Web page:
British inquiry to report on ex-Russian spy killing
A British inquiry into the death by poisoning of former Russian spy Alexander Litvinenko in London will publish its findings on Thursday in a move likely to strain relations with the Kremlin again.
Litvinenko was allegedly poisoned at a hotel by a cup of tea laced with polonium-210 -- a rare radioactive isotope only available in closed nuclear facilities -- in a story which could have come from a grisly Cold War thriller.
The ex-KGB agent turned freelance investigator and Kremlin critic publicly accused President Vladimir Putin of ordering his killing before he died three weeks later in agony on November 23, 2006.
Litvinenko's killing caused widespread public outrage in Britain after traces of the radioactive poison were found at various sites around London. A lawyer representing the late spy's family called it "an act of nuclear terrorism".
The inquiry's lawyer Robin Tam said at one of its hearings that there are "a number of strands of evidence relating to possible Russian state responsibility" -- a claim that Litvinenko's widow Marina has long supported.
He was working for the British spy agency MI6 when he was poisoned.
All eyes will be on whether the inquiry's chairman, judge Robert Owen, points the finger at Russia and what the diplomatic fallout could be if he does.
The Guardian newspaper on Tuesday reported that British diplomats are urging Prime Minister David Cameron not to launch new economic sanctions against Russia as a result of the inquiry's findings, as these could harm delicate talks on Syria.
- 'Blood on his hands' -
The original police investigation led British prosecutors to demand the extradition from Russia on murder charges of Andrei Lugovoi, a former Kremlin bodyguard who had tea with Litvinenko at the Millenium Hotel in London's upmarket Mayfair area.
Russia has refused to extradite him and Lugovoi, who has since been elected to the Russian parliament as a member of the far-right nationalist LDPR party, has loudly protested his innocence.
The latest inquiry has focused less on Lugovoi and more on his friend and associate Dmitry Kovtun, a former Red Army soldier and businessman who was also at the meeting in the hotel with Litvinenko.
The inquiry heard that Kovtun told a friend of his from Germany that he had some poison and needed a contact for a cook in London to kill Litvinenko.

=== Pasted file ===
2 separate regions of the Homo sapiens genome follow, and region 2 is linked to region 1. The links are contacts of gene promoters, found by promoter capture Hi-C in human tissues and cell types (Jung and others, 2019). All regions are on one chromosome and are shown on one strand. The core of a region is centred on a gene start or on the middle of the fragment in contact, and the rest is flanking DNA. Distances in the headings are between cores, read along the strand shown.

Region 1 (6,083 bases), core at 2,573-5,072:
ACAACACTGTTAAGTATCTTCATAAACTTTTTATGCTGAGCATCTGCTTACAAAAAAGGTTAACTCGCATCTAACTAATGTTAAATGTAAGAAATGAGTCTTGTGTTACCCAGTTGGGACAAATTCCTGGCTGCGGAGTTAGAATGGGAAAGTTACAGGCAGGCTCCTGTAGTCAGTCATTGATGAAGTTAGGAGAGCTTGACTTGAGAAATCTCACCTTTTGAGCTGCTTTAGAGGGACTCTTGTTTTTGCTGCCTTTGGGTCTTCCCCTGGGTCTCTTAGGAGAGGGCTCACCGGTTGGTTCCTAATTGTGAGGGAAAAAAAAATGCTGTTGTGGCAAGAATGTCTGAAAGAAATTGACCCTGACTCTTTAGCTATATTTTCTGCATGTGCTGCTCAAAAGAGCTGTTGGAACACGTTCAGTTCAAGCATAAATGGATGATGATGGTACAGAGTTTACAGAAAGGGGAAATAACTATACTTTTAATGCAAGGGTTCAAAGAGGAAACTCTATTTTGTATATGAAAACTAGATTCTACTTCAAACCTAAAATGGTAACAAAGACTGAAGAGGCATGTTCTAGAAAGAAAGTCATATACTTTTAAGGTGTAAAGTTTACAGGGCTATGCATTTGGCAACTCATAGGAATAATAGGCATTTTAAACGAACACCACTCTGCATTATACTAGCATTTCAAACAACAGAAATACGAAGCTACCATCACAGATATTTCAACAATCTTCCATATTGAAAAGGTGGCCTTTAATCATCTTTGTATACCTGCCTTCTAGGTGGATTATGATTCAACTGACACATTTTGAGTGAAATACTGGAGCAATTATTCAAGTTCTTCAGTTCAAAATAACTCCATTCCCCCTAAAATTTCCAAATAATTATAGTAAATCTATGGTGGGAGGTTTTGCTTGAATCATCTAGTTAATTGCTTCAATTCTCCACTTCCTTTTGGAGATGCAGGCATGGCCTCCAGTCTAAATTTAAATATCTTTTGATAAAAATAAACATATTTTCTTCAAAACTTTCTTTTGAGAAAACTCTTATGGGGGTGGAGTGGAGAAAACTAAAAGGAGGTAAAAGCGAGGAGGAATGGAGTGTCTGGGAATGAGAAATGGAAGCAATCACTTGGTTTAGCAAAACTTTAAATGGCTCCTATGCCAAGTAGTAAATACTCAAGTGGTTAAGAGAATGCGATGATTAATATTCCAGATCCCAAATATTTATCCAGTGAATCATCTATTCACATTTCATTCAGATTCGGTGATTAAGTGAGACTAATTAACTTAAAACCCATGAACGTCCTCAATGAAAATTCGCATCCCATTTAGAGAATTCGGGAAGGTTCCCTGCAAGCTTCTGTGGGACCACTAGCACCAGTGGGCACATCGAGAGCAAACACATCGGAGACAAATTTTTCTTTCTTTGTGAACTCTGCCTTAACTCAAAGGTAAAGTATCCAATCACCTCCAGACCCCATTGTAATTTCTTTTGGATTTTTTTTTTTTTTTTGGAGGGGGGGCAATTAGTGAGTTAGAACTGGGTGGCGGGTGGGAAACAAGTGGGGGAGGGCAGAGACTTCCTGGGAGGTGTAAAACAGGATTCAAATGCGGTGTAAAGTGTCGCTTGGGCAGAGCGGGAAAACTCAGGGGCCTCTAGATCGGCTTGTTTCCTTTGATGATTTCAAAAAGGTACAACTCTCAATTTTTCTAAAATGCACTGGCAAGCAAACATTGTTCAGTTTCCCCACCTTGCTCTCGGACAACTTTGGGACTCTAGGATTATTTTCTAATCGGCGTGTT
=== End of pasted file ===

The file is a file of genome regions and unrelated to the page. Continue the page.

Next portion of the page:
Kovtun, who worked in a restaurant in Hamburg for several years, also allegedly told his friend that Litvinenko was "a traitor with blood on his hands".
The inquiry started last year and included several closed-door hearings on intelligence material deemed too sensitive to be heard in public.
Tam said traces of radiation showed there may have been a previous poisoning when Litvinenko, Lugovoi and Kovtun met at a London private security company two weeks before the alleged fatal incident.
"One of the most significant things that the evidence suggests is that Litvinenko was poisoned with polonium not once but twice," he told the inquiry at the Royal Courts of Justice last year.
- 'Last thing I can do for him' -
Marina Litvinenko told AFP in an interview last year that holding an inquiry was the best that she and her son Anatoly could hope for, short of a trial for Lugovoi and Kovtun, who are both in Russia.
"My struggle has been for the facts to be made public," she said, adding: "This is the last thing I can do for him, defend his name."
Her lawyer Ben Emmerson said Litvinenko had been investigating alleged ties between Putin and organised crime just before his killing, pointing to this as a possible motive for the murder years after Litvinenko had fled prosecution in Russia.
Litvinenko served in the KGB during Soviet times and then in its successor agency, the FSB, when Putin led it before becoming president in 2000.
In 1998, he and other FSB agents gave a press conference in Moscow accusing the agency of a plot to kill Boris Berezovsky, an oligarch who helped bring Putin to power but later turned against him.
Litvinenko was tried for abuse of power and, while acquitted in 1999, he fled Russia fearing further prosecution.
He was granted asylum in Britain with financial sponsorship from Berezovsky, who himself was found dead at his British home in 2013.
© 2016 AFP